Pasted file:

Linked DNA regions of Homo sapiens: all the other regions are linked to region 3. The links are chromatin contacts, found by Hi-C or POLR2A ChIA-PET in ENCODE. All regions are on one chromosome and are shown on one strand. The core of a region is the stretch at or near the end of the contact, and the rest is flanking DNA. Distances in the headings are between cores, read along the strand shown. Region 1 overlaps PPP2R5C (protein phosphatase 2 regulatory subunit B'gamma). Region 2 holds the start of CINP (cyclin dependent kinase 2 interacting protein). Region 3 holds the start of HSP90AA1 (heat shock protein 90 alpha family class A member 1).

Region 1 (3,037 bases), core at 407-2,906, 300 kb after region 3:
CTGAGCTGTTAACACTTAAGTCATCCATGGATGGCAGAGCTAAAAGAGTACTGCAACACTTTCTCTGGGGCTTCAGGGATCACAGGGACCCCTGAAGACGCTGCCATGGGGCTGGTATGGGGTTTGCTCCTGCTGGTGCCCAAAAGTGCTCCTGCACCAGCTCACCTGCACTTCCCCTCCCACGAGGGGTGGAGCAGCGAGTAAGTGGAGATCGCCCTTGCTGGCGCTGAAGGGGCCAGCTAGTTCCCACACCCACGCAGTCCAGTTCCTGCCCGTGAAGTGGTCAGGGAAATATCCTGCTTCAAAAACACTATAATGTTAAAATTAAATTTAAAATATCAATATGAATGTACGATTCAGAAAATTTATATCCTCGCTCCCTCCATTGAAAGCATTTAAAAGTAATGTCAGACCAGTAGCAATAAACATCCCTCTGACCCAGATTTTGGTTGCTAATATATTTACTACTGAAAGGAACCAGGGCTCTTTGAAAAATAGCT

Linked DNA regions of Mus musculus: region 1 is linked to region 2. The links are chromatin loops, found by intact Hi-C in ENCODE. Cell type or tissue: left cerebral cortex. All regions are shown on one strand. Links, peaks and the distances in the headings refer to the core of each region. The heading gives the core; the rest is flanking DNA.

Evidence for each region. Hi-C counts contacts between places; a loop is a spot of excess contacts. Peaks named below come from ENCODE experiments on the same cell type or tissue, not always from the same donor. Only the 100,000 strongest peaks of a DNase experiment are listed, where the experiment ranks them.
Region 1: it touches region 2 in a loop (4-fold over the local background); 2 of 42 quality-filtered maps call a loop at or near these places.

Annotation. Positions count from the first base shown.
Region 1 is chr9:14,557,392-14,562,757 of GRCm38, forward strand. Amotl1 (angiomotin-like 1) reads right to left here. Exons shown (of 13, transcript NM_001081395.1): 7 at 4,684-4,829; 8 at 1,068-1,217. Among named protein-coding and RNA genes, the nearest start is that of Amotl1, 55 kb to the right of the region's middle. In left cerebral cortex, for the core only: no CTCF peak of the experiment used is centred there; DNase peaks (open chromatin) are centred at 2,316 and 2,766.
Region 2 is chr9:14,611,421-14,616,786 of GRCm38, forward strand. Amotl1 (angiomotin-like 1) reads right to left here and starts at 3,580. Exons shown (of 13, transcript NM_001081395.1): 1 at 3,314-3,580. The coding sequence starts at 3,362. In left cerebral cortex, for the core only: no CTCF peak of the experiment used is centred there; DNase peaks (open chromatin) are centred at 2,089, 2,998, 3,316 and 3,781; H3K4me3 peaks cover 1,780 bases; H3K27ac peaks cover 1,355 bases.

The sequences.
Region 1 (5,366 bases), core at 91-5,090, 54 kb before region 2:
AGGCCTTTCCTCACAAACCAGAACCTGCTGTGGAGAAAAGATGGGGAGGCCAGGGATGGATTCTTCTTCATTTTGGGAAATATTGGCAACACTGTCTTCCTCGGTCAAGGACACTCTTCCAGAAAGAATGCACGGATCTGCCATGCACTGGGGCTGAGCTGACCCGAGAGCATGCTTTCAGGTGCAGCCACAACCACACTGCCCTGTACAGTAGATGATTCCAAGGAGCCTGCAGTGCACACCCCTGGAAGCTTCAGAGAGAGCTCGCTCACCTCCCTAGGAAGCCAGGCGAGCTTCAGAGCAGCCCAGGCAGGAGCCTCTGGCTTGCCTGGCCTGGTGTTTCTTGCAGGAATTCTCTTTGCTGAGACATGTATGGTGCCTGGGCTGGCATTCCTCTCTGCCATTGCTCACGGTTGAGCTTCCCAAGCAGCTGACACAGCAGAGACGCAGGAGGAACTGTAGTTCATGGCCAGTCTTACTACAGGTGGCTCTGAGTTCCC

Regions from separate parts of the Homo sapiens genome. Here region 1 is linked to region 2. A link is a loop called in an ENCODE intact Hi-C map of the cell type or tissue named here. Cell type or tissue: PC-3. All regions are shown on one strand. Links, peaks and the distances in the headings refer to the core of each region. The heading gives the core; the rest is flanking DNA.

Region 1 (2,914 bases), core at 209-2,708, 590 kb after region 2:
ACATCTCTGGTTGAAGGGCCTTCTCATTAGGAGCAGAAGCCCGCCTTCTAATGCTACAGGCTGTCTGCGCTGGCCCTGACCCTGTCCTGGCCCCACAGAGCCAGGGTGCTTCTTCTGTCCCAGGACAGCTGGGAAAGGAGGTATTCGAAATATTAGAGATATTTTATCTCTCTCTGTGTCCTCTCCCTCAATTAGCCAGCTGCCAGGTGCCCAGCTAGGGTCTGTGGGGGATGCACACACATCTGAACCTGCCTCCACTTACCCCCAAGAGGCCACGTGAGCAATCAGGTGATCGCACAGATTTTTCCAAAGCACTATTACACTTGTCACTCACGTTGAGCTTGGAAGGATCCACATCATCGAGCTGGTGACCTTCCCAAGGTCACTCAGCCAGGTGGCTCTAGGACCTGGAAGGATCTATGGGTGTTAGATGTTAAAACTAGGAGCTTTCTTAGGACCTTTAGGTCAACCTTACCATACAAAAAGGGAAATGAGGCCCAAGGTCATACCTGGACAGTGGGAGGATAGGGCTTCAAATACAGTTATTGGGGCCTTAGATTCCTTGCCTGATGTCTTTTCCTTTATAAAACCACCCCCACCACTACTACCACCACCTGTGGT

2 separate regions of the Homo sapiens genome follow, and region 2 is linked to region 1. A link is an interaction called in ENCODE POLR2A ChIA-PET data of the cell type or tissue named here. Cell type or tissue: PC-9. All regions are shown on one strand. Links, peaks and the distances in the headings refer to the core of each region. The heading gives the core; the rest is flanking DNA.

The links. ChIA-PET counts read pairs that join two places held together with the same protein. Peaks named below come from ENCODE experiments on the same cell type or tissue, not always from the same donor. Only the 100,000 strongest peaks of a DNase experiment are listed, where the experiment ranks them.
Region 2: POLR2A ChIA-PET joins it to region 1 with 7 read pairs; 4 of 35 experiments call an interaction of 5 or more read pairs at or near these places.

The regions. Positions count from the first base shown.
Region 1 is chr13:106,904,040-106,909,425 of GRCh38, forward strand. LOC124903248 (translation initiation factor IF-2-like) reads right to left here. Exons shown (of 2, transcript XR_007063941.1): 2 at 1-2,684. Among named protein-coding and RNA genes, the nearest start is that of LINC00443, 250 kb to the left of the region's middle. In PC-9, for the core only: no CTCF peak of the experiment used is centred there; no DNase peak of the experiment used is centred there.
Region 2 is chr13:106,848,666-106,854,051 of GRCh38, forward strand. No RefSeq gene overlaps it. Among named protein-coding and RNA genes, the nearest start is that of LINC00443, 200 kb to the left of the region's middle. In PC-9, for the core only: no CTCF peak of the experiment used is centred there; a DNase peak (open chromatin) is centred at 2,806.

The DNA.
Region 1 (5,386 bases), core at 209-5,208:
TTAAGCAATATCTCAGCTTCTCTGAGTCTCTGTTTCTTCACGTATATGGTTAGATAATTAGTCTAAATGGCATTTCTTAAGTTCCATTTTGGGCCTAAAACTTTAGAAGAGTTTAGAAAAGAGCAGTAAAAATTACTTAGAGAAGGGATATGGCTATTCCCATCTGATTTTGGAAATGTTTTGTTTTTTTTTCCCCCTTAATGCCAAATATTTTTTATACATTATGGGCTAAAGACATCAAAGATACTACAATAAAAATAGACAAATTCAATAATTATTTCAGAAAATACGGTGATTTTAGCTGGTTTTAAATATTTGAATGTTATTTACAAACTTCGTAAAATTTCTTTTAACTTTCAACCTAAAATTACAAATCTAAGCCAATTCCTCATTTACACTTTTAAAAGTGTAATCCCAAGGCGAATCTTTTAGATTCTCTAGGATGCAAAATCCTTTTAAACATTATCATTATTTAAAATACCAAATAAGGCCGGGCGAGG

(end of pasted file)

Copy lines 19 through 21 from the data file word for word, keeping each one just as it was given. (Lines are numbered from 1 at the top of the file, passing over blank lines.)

The regions. Positions count from the first base shown.
Region 1 is chr13:106,904,040-106,909,425 of GRCh38, forward strand. LOC124903248 (translation initiation factor IF-2-like) reads right to left here. Exons shown (of 2, transcript XR_007063941.1): 2 at 1-2,684. Among named protein-coding and RNA genes, the nearest start is that of LINC00443, 250 kb to the left of the region's middle. In PC-9, for the core only: no CTCF peak of the experiment used is centred there; no DNase peak of the experiment used is centred there.
Region 2 is chr13:106,848,666-106,854,051 of GRCh38, forward strand. No RefSeq gene overlaps it. Among named protein-coding and RNA genes, the nearest start is that of LINC00443, 200 kb to the left of the region's middle. In PC-9, for the core only: no CTCF peak of the experiment used is centred there; a DNase peak (open chromatin) is centred at 2,806.